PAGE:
Change the weather
I am disheartened by the September 4 cover story, “A Cruel Summer.” He suggests that the harm of global warming lies in “jeopardizing long-term economic growth.”
There appears to be deep concern that insurance companies whose response to unexpected fire and flood losses is to stop selling high-risk insurance, thereby shifting the damage to people who lose their homes. The story highlights a company that “aims to transform…capital markets to reduce economic risks from the climate crisis.” This suggests that global capitalism can pressure modern economies to become “carbon neutral,” when in fact global capitalism is the modern economy.
Will the fox that attacked the henhouse last night become today’s vegetarian guard dog? Forgive my doubt. And can money measure anything when everything is in mortal peril? The most disheartening thought in the article comes from a quote in the final lines: “‘I’m just trying to humble myself, to get by, because we’re not God. …We can’t change the weather.’”
But we changed it – and giving up doesn’t help at all!
Salt Spring Island, British Columbia
Can guns ever be safe?
In the Aug. 21 Weekly article “In Tennessee Churches, a New Message: Gun Safety,” a Monitor source describes it as a “complex topic.”
In fact, it couldn’t be simpler. Gun safety is an oxymoron. You can have guns or you can have security, but you certainly can’t have both. Guns kill people exactly as they are designed to do.
As long as people insist on retaining the Second Amendment, America will have to accept the consequences of gun use. I understand that this will seem judgmental to you, and we Canadians are certainly not perfect on the issue either, but perhaps we need to take a different look to see the problem in perspective.
Pride in the face of challenges
From a Portland resident: The Sept. 11-18 cover story, “Oregon’s Bold Drug Policy Isn’t Working Yet,” brought me to tears of pride and affection for my city in difficulty. You have my gratitude for the time and consideration you have given to examining Portland’s history and approaching our current situation from all angles. I particularly loved the thoughtful photographs of thoughtful stakeholders and real, everyday people wearing “sensible glasses and sensible shoes” trying to understand and solve our challenges here. I wish everyone in America would read this article.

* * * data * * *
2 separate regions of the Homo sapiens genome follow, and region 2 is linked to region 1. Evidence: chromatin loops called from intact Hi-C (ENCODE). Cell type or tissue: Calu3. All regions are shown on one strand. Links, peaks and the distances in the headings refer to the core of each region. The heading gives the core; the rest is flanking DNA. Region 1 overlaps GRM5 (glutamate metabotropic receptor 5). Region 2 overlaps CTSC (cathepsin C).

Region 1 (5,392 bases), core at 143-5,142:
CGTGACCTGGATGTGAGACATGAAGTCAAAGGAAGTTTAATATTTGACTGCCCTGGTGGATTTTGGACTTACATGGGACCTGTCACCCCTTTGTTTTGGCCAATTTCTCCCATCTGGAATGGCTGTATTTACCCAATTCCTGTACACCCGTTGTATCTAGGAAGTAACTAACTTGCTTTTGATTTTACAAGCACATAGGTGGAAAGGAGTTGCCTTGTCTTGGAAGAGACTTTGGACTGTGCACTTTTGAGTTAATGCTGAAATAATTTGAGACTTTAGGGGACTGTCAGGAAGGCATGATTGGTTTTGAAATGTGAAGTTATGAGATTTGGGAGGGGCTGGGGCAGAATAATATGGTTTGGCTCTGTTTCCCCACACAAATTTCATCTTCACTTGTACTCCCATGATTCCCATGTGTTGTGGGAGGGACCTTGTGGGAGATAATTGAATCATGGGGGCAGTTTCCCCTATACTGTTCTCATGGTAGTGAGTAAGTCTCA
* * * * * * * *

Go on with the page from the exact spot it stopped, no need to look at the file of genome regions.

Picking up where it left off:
Mary K. Hayden
The pitfalls of compassion
Compassion is a good thing — and the loving way they’re trying to combat drug addiction in Portland, as described in the Sept. 11-18 cover story, ” Oregon’s Bold New Drug Policy does not work yet”, must be welcomed. . What is not considered are the commercial interests that depend on spreading drug addiction and ensuring that their consumers do not recover from it.
Decriminalizing drug use may be compassionate to victims, but it also appears to enable the success of those who supply these drugs.
Linda Foreman Rolfes
The joy of spelling
Thank you for the Home Forum essay “’Skrzypce’ to ‘syzygy’, falling in love with spelling” in the weekly of September 4. My family loves spelling, and it hasn’t hindered writing poetry or prose (as mentioned in this essay) since we’ve seen how correctness encourages creative effort rather than stifling it.
Additionally, in the August 28 Weekly In Pictures article, “When the Journey Becomes the Destination,” the authors stated that they “gained a sense of strength not by relying on a source of energy or our devices – but by traveling to the cardinal points. on a map. » It was a pleasure to read. I learned to read maps as a child and find them as an accurate way to find and remember places.